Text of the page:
We also provide other value added services at destination, such as warehousing and distribution, Transcon and consulting services, none of which, individually, are currently significant to our total revenues and net revenues. Expeditors' distribution and warehousing services include distribution center management, inventory management, order fulfillment, returns programs and order level services. Transcon is a multi-modal product, which offers time-definite, intra-continental transportation solutions, often by ground and other specialty handling services. Expeditors' wholly-owned subsidiary, Expeditors Tradewin, L.L.C., responds to customer driven-requests for trade compliance consulting services. Fees for these non-transactional services are based upon hourly billing rates and bids for mutually agreed projects.
Competition
The global logistics services industry is intensely competitive and is expected to remain so for the foreseeable future. There are a large number of companies competing in one or more segments of the industry, but the number of firms with a global network that offer a full complement of logistics services is more limited. Further, there are new technology-based competitors entering the industry. Many of these competitors have significantly more resources than Expeditors. Depending on the location of the shipper and the importer, Expeditors must compete against both the niche players and larger entities. The industry continues to experience consolidations into larger firms striving for stronger and more complete multinational and multi-service networks. However, regional and local competitors still maintain a strong market presence in certain areas.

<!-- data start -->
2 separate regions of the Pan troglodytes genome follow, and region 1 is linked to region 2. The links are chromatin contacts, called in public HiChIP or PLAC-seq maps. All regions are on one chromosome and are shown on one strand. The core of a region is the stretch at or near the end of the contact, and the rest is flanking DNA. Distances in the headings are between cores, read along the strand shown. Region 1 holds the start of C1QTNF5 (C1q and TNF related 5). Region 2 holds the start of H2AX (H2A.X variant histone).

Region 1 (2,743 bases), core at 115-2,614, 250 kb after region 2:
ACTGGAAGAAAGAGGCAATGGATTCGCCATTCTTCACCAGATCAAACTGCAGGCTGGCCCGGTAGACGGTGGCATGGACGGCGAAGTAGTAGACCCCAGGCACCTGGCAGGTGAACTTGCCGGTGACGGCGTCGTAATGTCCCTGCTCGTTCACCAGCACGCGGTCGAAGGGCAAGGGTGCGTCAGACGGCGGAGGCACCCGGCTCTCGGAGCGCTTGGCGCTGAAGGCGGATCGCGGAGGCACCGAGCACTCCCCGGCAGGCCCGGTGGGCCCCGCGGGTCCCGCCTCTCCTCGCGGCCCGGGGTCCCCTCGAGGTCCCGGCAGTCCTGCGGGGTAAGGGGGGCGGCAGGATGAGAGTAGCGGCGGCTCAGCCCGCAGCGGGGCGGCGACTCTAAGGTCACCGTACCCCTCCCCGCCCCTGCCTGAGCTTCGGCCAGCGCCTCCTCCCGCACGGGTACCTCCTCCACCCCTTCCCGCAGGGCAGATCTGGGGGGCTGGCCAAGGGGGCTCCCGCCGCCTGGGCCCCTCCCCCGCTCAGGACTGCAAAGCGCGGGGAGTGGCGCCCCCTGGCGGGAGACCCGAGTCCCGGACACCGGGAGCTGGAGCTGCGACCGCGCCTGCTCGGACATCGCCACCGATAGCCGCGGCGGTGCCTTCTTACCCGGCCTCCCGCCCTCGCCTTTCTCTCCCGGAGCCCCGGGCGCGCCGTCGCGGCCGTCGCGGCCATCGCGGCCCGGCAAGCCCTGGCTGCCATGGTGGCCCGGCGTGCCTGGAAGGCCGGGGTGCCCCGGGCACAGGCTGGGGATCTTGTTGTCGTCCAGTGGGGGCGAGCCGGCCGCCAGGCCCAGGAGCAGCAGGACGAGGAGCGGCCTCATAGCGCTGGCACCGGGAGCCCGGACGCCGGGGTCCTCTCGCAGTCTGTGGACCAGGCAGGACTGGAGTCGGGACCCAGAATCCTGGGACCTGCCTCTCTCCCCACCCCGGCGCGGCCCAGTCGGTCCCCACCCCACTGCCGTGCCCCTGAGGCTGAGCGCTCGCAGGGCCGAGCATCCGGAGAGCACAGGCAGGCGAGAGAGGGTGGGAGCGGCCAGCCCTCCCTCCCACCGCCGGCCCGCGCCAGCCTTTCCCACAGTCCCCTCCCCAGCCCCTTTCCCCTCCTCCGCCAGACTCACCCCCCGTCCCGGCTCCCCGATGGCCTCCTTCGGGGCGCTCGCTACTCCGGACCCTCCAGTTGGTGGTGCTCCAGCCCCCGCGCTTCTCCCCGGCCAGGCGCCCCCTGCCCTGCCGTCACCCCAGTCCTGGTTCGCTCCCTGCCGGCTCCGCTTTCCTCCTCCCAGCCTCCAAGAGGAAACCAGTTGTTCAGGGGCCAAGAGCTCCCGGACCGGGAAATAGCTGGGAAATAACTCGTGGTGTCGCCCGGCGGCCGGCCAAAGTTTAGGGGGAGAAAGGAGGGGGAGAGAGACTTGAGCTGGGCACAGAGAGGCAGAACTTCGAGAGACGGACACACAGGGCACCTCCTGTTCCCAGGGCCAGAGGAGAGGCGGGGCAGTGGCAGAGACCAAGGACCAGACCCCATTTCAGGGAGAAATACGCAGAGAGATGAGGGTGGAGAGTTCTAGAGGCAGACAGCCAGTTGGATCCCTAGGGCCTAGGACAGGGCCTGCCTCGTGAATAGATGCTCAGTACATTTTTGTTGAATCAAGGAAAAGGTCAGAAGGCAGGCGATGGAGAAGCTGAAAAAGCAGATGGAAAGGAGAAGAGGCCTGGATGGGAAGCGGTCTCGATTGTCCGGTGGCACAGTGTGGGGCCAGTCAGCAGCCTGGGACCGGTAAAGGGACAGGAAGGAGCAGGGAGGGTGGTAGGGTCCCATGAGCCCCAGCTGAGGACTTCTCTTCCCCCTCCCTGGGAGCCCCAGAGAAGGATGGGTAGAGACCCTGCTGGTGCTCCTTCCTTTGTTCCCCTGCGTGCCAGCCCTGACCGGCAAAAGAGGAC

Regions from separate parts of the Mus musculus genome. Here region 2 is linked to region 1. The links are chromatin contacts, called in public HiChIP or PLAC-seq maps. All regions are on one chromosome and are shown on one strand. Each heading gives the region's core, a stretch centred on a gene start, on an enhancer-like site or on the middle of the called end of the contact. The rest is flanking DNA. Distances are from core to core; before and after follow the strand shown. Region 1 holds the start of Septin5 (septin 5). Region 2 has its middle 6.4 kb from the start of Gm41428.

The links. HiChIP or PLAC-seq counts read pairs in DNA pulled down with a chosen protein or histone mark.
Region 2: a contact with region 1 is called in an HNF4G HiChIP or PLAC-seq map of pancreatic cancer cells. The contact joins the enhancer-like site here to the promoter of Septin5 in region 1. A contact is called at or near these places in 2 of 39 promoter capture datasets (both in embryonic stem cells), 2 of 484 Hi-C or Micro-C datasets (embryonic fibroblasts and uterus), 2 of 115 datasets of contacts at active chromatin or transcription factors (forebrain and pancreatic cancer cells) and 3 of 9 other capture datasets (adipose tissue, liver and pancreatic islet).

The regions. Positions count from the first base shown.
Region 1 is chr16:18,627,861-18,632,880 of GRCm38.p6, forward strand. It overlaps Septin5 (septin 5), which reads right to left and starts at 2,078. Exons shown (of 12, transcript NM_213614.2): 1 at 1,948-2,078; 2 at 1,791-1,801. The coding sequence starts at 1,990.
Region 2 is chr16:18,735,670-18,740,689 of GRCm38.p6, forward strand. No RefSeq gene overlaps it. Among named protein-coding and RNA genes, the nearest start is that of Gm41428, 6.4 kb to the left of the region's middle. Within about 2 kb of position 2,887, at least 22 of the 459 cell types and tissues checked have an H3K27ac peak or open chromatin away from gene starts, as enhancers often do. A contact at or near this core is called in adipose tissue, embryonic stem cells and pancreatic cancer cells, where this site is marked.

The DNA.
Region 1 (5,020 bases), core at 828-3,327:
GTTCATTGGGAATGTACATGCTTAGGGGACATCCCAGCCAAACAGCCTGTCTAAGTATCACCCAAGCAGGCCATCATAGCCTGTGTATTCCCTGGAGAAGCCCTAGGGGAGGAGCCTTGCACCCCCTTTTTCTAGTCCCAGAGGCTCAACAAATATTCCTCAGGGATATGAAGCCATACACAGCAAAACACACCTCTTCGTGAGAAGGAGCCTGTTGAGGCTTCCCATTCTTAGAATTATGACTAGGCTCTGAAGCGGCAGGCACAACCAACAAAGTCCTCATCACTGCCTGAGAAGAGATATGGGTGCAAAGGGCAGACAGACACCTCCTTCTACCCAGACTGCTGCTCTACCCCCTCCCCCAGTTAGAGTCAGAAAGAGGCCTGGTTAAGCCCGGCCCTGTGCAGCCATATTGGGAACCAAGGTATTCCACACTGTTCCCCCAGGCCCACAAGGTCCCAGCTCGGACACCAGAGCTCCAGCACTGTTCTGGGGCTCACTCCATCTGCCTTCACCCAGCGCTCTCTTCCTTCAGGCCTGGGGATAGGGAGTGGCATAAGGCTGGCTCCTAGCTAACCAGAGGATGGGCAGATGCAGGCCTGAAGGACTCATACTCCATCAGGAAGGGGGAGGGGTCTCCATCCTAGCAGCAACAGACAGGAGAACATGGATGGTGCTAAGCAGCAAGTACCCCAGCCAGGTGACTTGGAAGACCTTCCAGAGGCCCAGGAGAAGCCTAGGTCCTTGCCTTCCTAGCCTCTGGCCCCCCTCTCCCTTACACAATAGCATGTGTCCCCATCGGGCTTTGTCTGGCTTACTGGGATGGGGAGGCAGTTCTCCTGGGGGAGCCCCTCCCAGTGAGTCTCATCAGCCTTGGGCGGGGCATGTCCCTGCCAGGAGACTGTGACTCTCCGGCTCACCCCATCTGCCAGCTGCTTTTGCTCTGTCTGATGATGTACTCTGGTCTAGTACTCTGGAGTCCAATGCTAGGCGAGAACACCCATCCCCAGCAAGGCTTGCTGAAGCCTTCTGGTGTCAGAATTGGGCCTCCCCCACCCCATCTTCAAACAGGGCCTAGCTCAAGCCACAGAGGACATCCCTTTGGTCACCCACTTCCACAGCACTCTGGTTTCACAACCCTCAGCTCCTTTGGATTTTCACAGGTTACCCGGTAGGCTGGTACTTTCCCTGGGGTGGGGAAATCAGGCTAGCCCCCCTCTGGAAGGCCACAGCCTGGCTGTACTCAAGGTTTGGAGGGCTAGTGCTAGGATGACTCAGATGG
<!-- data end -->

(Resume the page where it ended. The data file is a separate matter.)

The primary competitive factors in the global logistics services industry continue to be price and quality of service, including reliability, responsiveness, expertise, convenience, and scope of operations. Expeditors emphasizes quality customer service and believes that our prices are competitive with the prices of others in the industry.
Larger customers utilize the services of multiple logistics providers and implement more sophisticated and efficient procedures for the management of their logistics supply chains by embracing strategies such as just-in-time delivery, network optimization, transportation flow optimization, and process improvement. Accordingly, timely and accurate information integrated into customer service capabilities are a significant factor in attracting and retaining customers. This information integrated into customer service capabilities includes customized Electronic Data Interchange (EDI), online freight tracing and tracking applications, customized reporting, data analytics, and solution modeling/simulation/optimization.